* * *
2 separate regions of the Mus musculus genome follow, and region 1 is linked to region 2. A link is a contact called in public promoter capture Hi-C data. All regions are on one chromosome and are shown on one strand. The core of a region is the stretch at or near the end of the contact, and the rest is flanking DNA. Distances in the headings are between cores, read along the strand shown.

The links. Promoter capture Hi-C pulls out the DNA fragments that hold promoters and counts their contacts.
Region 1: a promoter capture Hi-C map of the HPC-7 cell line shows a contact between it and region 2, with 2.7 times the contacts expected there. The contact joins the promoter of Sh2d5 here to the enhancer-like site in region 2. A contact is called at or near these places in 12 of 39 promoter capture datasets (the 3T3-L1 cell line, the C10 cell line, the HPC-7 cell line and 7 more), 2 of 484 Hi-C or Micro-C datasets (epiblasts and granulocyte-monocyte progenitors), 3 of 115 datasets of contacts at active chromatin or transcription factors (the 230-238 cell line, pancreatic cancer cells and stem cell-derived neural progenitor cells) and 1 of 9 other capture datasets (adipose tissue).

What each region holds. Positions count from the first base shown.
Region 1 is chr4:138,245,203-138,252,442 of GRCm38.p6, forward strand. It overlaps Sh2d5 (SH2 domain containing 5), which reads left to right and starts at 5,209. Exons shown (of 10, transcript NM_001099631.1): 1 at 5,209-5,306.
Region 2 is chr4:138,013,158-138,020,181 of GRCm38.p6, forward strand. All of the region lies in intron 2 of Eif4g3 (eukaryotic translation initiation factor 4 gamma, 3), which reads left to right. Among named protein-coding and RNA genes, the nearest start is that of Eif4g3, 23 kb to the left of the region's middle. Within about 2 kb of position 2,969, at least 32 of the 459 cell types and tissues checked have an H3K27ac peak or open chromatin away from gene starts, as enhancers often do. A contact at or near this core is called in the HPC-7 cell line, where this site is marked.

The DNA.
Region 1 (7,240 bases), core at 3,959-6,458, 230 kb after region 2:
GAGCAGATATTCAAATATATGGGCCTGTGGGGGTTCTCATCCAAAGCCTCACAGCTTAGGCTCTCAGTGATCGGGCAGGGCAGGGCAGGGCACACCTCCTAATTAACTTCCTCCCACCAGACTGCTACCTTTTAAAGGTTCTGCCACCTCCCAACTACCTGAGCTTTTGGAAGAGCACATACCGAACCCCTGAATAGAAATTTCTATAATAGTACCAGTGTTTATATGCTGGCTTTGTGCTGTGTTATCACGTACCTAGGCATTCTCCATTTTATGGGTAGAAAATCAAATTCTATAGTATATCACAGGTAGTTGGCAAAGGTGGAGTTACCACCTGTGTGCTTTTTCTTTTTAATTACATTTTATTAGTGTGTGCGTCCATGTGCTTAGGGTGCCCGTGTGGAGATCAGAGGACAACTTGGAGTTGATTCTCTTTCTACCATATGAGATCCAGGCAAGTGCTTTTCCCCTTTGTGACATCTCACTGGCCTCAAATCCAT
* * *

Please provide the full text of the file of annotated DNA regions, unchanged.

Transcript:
2 separate regions of the Mus musculus genome follow, and region 1 is linked to region 2. A link is a contact called in public promoter capture Hi-C data. All regions are on one chromosome and are shown on one strand. The core of a region is the stretch at or near the end of the contact, and the rest is flanking DNA. Distances in the headings are between cores, read along the strand shown.

The links. Promoter capture Hi-C pulls out the DNA fragments that hold promoters and counts their contacts.
Region 1: a promoter capture Hi-C map of the HPC-7 cell line shows a contact between it and region 2, with 2.7 times the contacts expected there. The contact joins the promoter of Sh2d5 here to the enhancer-like site in region 2. A contact is called at or near these places in 12 of 39 promoter capture datasets (the 3T3-L1 cell line, the C10 cell line, the HPC-7 cell line and 7 more), 2 of 484 Hi-C or Micro-C datasets (epiblasts and granulocyte-monocyte progenitors), 3 of 115 datasets of contacts at active chromatin or transcription factors (the 230-238 cell line, pancreatic cancer cells and stem cell-derived neural progenitor cells) and 1 of 9 other capture datasets (adipose tissue).

What each region holds. Positions count from the first base shown.
Region 1 is chr4:138,245,203-138,252,442 of GRCm38.p6, forward strand. It overlaps Sh2d5 (SH2 domain containing 5), which reads left to right and starts at 5,209. Exons shown (of 10, transcript NM_001099631.1): 1 at 5,209-5,306.
Region 2 is chr4:138,013,158-138,020,181 of GRCm38.p6, forward strand. All of the region lies in intron 2 of Eif4g3 (eukaryotic translation initiation factor 4 gamma, 3), which reads left to right. Among named protein-coding and RNA genes, the nearest start is that of Eif4g3, 23 kb to the left of the region's middle. Within about 2 kb of position 2,969, at least 32 of the 459 cell types and tissues checked have an H3K27ac peak or open chromatin away from gene starts, as enhancers often do. A contact at or near this core is called in the HPC-7 cell line, where this site is marked.

The DNA.
Region 1 (7,240 bases), core at 3,959-6,458, 230 kb after region 2:
GAGCAGATATTCAAATATATGGGCCTGTGGGGGTTCTCATCCAAAGCCTCACAGCTTAGGCTCTCAGTGATCGGGCAGGGCAGGGCAGGGCACACCTCCTAATTAACTTCCTCCCACCAGACTGCTACCTTTTAAAGGTTCTGCCACCTCCCAACTACCTGAGCTTTTGGAAGAGCACATACCGAACCCCTGAATAGAAATTTCTATAATAGTACCAGTGTTTATATGCTGGCTTTGTGCTGTGTTATCACGTACCTAGGCATTCTCCATTTTATGGGTAGAAAATCAAATTCTATAGTATATCACAGGTAGTTGGCAAAGGTGGAGTTACCACCTGTGTGCTTTTTCTTTTTAATTACATTTTATTAGTGTGTGCGTCCATGTGCTTAGGGTGCCCGTGTGGAGATCAGAGGACAACTTGGAGTTGATTCTCTTTCTACCATATGAGATCCAGGCAAGTGCTTTTCCCCTTTGTGACATCTCACTGGCCTCAAATCCAT